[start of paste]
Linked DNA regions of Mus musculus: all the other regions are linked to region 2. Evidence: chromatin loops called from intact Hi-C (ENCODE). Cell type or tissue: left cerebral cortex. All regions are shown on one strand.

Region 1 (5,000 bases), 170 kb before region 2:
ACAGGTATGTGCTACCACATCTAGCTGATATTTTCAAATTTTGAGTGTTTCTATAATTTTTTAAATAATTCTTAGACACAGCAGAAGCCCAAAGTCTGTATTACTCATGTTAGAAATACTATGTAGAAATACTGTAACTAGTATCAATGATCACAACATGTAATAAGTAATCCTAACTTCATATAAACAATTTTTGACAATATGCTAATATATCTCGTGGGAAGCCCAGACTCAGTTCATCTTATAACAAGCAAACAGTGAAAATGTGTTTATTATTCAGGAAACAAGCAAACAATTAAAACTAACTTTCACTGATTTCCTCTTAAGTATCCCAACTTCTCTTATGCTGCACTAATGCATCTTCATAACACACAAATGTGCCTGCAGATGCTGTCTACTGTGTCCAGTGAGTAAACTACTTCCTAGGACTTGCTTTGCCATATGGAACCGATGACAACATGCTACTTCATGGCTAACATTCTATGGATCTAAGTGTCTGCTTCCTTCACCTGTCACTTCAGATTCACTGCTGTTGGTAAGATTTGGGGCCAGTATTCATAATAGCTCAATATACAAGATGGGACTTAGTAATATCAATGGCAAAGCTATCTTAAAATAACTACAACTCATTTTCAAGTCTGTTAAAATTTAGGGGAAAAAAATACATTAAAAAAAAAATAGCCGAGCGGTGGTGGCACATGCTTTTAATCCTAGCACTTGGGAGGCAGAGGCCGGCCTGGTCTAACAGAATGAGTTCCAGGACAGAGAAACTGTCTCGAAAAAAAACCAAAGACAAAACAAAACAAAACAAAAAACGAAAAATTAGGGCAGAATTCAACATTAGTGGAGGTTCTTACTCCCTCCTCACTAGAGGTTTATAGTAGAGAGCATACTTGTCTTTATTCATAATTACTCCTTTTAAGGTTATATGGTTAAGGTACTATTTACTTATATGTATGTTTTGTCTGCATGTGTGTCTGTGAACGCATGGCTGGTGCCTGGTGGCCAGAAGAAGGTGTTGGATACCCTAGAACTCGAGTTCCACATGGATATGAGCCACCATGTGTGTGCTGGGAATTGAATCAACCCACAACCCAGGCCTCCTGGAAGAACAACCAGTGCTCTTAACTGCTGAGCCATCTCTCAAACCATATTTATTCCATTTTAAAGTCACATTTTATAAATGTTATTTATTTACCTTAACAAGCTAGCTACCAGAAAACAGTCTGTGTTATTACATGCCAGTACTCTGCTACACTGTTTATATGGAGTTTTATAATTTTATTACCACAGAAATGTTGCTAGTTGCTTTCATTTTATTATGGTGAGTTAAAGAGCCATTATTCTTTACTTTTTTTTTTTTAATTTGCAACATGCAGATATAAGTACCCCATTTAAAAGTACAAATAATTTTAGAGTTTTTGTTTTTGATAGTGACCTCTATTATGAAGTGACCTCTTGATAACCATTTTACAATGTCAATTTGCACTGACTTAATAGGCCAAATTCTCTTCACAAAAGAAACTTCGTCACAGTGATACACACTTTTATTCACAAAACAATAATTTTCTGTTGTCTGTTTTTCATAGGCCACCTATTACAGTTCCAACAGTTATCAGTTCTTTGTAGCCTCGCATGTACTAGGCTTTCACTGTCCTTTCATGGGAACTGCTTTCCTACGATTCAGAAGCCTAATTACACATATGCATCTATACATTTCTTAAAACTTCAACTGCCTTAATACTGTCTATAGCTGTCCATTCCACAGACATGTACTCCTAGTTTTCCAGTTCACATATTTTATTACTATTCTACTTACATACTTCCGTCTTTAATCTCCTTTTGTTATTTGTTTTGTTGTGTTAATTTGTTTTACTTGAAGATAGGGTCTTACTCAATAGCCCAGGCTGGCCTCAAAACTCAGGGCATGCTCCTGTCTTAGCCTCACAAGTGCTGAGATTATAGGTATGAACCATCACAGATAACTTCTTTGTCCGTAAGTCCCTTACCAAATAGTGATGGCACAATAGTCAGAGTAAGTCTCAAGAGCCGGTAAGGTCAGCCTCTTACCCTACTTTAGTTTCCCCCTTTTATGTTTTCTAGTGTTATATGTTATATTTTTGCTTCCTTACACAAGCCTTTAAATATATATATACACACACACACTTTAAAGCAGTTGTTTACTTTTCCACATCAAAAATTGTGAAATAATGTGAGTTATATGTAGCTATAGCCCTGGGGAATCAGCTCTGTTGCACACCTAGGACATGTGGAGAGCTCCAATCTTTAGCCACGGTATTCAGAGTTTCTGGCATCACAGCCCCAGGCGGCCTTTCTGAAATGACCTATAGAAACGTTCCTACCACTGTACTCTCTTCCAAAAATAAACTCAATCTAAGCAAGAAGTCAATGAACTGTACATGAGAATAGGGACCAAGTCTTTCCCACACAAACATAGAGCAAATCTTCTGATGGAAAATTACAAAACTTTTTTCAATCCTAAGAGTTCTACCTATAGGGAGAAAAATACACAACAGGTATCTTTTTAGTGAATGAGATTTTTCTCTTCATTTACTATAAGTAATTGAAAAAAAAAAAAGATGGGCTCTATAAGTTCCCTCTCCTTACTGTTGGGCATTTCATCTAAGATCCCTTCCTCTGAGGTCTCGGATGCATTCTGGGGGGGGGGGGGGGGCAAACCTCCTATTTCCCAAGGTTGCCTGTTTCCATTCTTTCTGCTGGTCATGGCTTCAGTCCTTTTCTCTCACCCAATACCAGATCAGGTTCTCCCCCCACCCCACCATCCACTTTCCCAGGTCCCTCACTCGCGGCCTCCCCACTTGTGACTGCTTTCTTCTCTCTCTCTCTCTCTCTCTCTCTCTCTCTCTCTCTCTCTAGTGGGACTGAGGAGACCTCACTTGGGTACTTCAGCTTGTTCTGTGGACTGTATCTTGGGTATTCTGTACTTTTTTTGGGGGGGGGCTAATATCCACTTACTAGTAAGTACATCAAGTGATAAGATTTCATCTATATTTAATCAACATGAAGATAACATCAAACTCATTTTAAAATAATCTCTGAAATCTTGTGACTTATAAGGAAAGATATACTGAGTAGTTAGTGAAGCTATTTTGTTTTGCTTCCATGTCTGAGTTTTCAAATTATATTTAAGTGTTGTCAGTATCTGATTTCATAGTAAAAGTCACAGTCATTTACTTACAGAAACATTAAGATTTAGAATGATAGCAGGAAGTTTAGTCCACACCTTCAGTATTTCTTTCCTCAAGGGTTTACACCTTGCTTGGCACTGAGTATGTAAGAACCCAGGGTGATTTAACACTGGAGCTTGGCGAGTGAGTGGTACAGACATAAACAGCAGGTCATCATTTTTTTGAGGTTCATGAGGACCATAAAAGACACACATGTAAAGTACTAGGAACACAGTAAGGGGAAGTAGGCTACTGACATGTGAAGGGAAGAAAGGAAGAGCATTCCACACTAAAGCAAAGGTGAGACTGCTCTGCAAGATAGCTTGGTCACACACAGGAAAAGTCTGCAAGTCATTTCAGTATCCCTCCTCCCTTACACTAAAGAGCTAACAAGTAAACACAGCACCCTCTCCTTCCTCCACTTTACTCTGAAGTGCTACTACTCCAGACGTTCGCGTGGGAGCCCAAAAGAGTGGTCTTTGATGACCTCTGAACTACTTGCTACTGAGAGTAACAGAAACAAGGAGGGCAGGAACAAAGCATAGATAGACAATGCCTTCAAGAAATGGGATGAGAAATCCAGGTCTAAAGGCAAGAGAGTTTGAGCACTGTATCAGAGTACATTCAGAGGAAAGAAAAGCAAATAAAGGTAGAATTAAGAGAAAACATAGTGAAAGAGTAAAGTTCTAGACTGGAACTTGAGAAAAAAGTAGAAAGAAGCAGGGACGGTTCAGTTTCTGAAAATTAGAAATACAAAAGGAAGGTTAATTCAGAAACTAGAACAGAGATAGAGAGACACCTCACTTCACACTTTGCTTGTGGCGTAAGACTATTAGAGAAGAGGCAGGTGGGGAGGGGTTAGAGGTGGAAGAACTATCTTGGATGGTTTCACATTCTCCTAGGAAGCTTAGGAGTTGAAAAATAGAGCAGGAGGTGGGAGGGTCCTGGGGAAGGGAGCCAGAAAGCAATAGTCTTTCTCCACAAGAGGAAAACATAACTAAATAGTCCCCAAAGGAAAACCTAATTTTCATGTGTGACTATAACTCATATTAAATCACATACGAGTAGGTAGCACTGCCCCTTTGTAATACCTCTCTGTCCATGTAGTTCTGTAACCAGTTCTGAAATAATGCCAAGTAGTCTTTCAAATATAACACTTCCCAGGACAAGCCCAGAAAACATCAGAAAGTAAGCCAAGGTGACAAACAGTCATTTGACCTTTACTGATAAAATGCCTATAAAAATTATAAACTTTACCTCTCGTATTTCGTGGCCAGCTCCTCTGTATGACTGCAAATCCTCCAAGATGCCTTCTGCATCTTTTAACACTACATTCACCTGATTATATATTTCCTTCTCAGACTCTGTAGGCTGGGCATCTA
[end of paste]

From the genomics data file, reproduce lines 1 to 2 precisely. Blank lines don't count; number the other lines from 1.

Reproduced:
Linked DNA regions of Mus musculus: all the other regions are linked to region 2. Evidence: chromatin loops called from intact Hi-C (ENCODE). Cell type or tissue: left cerebral cortex. All regions are shown on one strand.

Region 1 (5,000 bases), 170 kb before region 2: